Sure you can tell small medium sized business, “Hey you need to go have a SIEM.” But even a crappy SIEM could be six figures. Some SMEs can't even afford that. You really need to meet the… vulnerable population where they are. This task force is designed around innovative approaches; not trying to hold everybody to a set standard, but trying to figure out how we incentivize the right behavior, disincentivize the wrong behavior at scale, in a way that works for SMBs and enterprises, and also the public sector.

There probably won’t be a standards document that we come out with that says everybody shall do “X.” I think it's more about finding what those two or three gamechanger things are, and then figuring out how to drive those wherever they are, whether it’s changes in cyber insurance, changes in international policy, making technology more accessible. Whatever those things are we’ll put our energy behind.

But that’s just a fundamentally different approach to me than, “You need to have better backups and endpoint detection and response and email security.” Everybody's heard that 1,000 times, it's not making a difference. Let’s think differently about this problem and what we can actually do that will actually make a difference.

What would you personally like to see on the task force’s agenda?

When you talk to MSPs and SMEs, the number-one reason that there’s a lack of an uptake in prevention, detection and response, and recovery controls and capabilities is a lack of resources – whether it's staff or money to invest. Some of the tools that exist just are not affordable for them.

It's not that they don't want to do the right thing, it's that they can't, or it's just out of reach. So I don't know exactly what I would advocate for there yet. But the interesting part, to me, is that [the task force] is made up of a group of people that have these ideas… So if we wanted to make these technologies more accessible to vulnerable populations, what levers can we pull? If we wanted to make expertise more available to vulnerable populations, what levers can we pull? What talent pools exist? How do we combine those talent pools with these vulnerable populations – and in ways that no one's thought of yet? To me, that's the thing that needs to happen now. Because the current trajectory is not one that's going to lead us to a good place.

We’ve spent a lot of time talking about SMB needs, but MSPs are also a major ransomware target, especially because attackers can infect many businesses at once through their MSPs. Correct?

I would agree with that… When you think about it in broader terms, it’s a supply chain problem. Who is [a] supply chain [partner] to whom, and who in that supply chain is vulnerable? And then how could that have trickle-down effects? That to me is a whole different problem of a scale that we're only starting to get an idea of, with the U.S. government hacks recently.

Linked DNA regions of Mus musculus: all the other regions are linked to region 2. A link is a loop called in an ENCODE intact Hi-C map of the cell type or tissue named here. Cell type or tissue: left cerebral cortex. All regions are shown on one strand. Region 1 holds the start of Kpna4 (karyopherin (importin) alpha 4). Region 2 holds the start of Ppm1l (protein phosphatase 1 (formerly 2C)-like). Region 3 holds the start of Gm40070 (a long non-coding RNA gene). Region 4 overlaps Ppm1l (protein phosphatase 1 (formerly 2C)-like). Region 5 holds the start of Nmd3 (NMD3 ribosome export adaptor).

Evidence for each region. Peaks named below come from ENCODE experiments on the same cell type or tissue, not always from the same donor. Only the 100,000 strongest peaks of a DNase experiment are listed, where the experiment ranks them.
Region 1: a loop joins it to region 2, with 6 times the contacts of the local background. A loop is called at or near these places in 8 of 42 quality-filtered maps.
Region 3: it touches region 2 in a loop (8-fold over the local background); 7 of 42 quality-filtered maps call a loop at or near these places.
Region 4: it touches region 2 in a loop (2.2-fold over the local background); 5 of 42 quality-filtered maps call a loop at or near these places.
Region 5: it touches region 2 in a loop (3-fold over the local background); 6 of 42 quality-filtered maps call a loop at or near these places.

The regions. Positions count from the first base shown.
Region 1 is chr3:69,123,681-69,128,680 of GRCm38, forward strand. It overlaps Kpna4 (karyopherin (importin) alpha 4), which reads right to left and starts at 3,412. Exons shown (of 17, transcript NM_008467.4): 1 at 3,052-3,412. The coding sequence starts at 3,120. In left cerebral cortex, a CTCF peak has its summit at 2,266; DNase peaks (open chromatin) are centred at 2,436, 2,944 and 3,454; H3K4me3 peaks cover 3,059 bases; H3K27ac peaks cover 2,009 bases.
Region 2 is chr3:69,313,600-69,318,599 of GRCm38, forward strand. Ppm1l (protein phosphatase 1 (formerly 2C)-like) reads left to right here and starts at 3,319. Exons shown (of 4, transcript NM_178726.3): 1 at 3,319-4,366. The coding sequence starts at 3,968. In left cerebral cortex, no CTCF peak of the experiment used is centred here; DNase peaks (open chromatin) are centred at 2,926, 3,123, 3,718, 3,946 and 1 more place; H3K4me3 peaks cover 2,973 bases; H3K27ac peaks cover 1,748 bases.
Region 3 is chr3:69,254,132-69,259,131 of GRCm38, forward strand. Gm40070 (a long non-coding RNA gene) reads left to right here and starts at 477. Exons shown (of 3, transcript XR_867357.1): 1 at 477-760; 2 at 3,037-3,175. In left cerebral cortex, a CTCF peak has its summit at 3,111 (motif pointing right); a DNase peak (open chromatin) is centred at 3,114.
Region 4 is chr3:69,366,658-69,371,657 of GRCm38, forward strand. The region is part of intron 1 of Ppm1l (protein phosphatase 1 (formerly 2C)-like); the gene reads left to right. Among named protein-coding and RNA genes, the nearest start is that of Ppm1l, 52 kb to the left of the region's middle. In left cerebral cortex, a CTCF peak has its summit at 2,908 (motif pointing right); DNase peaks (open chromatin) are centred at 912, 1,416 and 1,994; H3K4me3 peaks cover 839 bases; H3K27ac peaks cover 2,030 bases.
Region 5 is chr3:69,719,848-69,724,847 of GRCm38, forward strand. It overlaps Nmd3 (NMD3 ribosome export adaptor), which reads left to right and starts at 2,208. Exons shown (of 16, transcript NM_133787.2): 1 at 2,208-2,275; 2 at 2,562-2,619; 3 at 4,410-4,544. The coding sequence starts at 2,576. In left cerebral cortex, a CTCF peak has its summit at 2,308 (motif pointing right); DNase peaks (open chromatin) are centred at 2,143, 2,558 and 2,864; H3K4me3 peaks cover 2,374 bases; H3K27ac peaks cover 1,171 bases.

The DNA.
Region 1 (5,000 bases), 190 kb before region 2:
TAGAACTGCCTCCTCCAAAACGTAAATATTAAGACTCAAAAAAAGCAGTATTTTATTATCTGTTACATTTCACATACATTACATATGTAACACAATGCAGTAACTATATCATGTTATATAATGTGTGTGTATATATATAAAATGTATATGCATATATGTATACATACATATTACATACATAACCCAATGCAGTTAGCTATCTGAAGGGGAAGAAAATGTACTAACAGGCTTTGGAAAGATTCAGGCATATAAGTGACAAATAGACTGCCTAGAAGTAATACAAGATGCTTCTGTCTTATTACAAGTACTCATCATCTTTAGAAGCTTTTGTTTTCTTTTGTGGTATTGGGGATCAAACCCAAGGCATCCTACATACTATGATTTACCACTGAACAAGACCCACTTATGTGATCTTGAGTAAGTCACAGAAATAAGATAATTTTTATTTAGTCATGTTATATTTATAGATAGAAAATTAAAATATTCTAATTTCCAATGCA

When you look at the full stack of the problem… Where is there an opportunity in the chain of how an attack perpetuates to… kill the ability of the threat actor to realize their ill-gotten gains? If you think a large amount of municipalities are affected due to poor MSP security practices, well then maybe that's an area where the task force tries to focus.

Are there representatives of other industry sectors on the task force that you’re particularly interested in speaking with?

As a developer of technology, as someone who helps people recover from these types of threats, we focus a lot on, technically, how does this happen? What we don't generally think about is the flow of money, and how just following the money was effectively the idea that took down organized crime in the U.S. and the mafia. And so how do we instantiate that idea? There are people at the table that have ideas and have experience and work in those fields of following the money, and so I think that's going to be a big area of interest and collaboration for sure for me.

And then… the policy side to me is interesting. I'm looking forward to thinking through that area more and really in the process expanding my own thinking in how technology marries with these two other concepts… in a way that incentivizes the right behavior.

Since you mentioned policy, where you do fall in terms of whether or not paying ransomware attacks should be made an illegal act?

I don't agree with it, because I don't think you should ever take an opportunity to recover someone’s business off the table for them. What that’s saying is: Here's an extremely high penalty for failure, instead of incentivizing them for success. So I don't think it approaches the problem from the right angle. But it probably does have a part to play. And this is the kind of devil's advocate in me that says, well, if everybody in the world banded together as one and said, “No one is ever going to pay ransom again,” you would kill – just dead – the entire market for it.

It’s really enticing argument, but there will be collateral damage in the interim, in the intervening space. Some people will not be able to survive those events without paying, and so you're effectively saying we're going to be okay with collateral damage.

Those are really difficult conversations, but they need to be had… I think if we're going to do that as a country, as the world, you need to be able to enforce it. That's a big question. And if you're going to do that, you have to give people time to prepare, give them time to do the right thing… Maybe you have to go, "develop strong recovery capabilities for a year and then we’re going to pull the trigger."

Bradley Barth

As director of multimedia content strategy at CyberRisk Alliance, Bradley Barth develops content for online conferences, webcasts, podcasts video/multimedia projects — often serving as moderator or host. For nearly six years, he wrote and reported for SC Media as deputy editor and, before that, senior reporter. He was previously a program executive with the tech-focused PR firm Voxus. Past journalistic experience includes stints as business editor at Executive Technology, a staff writer at New York Sportscene and a freelance journalist covering travel and entertainment. In his spare time, Bradley also writes screenplays.